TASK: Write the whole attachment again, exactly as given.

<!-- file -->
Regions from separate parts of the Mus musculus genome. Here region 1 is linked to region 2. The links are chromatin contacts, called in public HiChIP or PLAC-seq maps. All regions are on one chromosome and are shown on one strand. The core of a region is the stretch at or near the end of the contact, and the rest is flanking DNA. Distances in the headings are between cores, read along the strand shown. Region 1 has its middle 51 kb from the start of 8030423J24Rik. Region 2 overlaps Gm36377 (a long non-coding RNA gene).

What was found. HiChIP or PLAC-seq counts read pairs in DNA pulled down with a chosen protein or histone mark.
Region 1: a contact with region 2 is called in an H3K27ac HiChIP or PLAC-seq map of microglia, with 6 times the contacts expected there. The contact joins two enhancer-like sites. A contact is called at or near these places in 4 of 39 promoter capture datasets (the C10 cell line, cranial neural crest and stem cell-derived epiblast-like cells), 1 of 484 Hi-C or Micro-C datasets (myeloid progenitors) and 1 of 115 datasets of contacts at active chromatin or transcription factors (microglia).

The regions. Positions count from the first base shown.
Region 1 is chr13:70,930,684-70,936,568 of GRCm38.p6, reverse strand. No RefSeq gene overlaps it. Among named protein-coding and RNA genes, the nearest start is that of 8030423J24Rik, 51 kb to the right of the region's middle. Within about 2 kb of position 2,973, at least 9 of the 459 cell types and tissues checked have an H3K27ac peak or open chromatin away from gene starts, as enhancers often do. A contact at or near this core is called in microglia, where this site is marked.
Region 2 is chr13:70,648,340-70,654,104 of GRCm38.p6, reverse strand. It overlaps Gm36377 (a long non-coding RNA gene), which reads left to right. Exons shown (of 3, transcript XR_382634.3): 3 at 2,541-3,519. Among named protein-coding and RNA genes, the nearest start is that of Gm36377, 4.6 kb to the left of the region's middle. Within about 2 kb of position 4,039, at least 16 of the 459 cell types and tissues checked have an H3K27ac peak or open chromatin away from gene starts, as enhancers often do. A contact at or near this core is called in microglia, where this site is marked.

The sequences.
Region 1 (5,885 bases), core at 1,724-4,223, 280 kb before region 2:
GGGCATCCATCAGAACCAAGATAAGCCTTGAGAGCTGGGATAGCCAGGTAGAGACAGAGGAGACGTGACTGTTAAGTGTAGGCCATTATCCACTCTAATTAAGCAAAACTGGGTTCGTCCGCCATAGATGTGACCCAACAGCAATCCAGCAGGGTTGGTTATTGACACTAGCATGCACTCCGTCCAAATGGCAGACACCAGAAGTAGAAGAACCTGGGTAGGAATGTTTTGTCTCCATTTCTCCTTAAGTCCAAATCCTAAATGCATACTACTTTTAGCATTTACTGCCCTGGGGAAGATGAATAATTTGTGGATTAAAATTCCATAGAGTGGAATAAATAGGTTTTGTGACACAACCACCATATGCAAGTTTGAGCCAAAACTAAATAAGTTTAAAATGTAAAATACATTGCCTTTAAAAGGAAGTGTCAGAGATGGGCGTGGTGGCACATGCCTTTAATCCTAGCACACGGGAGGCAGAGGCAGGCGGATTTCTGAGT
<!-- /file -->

Regions from separate parts of the Mus musculus genome. Here region 1 is linked to region 2. The links are chromatin contacts, called in public HiChIP or PLAC-seq maps. All regions are on one chromosome and are shown on one strand. The core of a region is the stretch at or near the end of the contact, and the rest is flanking DNA. Distances in the headings are between cores, read along the strand shown. Region 1 has its middle 51 kb from the start of 8030423J24Rik. Region 2 overlaps Gm36377 (a long non-coding RNA gene).

What was found. HiChIP or PLAC-seq counts read pairs in DNA pulled down with a chosen protein or histone mark.
Region 1: a contact with region 2 is called in an H3K27ac HiChIP or PLAC-seq map of microglia, with 6 times the contacts expected there. The contact joins two enhancer-like sites. A contact is called at or near these places in 4 of 39 promoter capture datasets (the C10 cell line, cranial neural crest and stem cell-derived epiblast-like cells), 1 of 484 Hi-C or Micro-C datasets (myeloid progenitors) and 1 of 115 datasets of contacts at active chromatin or transcription factors (microglia).

The regions. Positions count from the first base shown.
Region 1 is chr13:70,930,684-70,936,568 of GRCm38.p6, reverse strand. No RefSeq gene overlaps it. Among named protein-coding and RNA genes, the nearest start is that of 8030423J24Rik, 51 kb to the right of the region's middle. Within about 2 kb of position 2,973, at least 9 of the 459 cell types and tissues checked have an H3K27ac peak or open chromatin away from gene starts, as enhancers often do. A contact at or near this core is called in microglia, where this site is marked.
Region 2 is chr13:70,648,340-70,654,104 of GRCm38.p6, reverse strand. It overlaps Gm36377 (a long non-coding RNA gene), which reads left to right. Exons shown (of 3, transcript XR_382634.3): 3 at 2,541-3,519. Among named protein-coding and RNA genes, the nearest start is that of Gm36377, 4.6 kb to the left of the region's middle. Within about 2 kb of position 4,039, at least 16 of the 459 cell types and tissues checked have an H3K27ac peak or open chromatin away from gene starts, as enhancers often do. A contact at or near this core is called in microglia, where this site is marked.

The sequences.
Region 1 (5,885 bases), core at 1,724-4,223, 280 kb before region 2:
GGGCATCCATCAGAACCAAGATAAGCCTTGAGAGCTGGGATAGCCAGGTAGAGACAGAGGAGACGTGACTGTTAAGTGTAGGCCATTATCCACTCTAATTAAGCAAAACTGGGTTCGTCCGCCATAGATGTGACCCAACAGCAATCCAGCAGGGTTGGTTATTGACACTAGCATGCACTCCGTCCAAATGGCAGACACCAGAAGTAGAAGAACCTGGGTAGGAATGTTTTGTCTCCATTTCTCCTTAAGTCCAAATCCTAAATGCATACTACTTTTAGCATTTACTGCCCTGGGGAAGATGAATAATTTGTGGATTAAAATTCCATAGAGTGGAATAAATAGGTTTTGTGACACAACCACCATATGCAAGTTTGAGCCAAAACTAAATAAGTTTAAAATGTAAAATACATTGCCTTTAAAAGGAAGTGTCAGAGATGGGCGTGGTGGCACATGCCTTTAATCCTAGCACACGGGAGGCAGAGGCAGGCGGATTTCTGAGT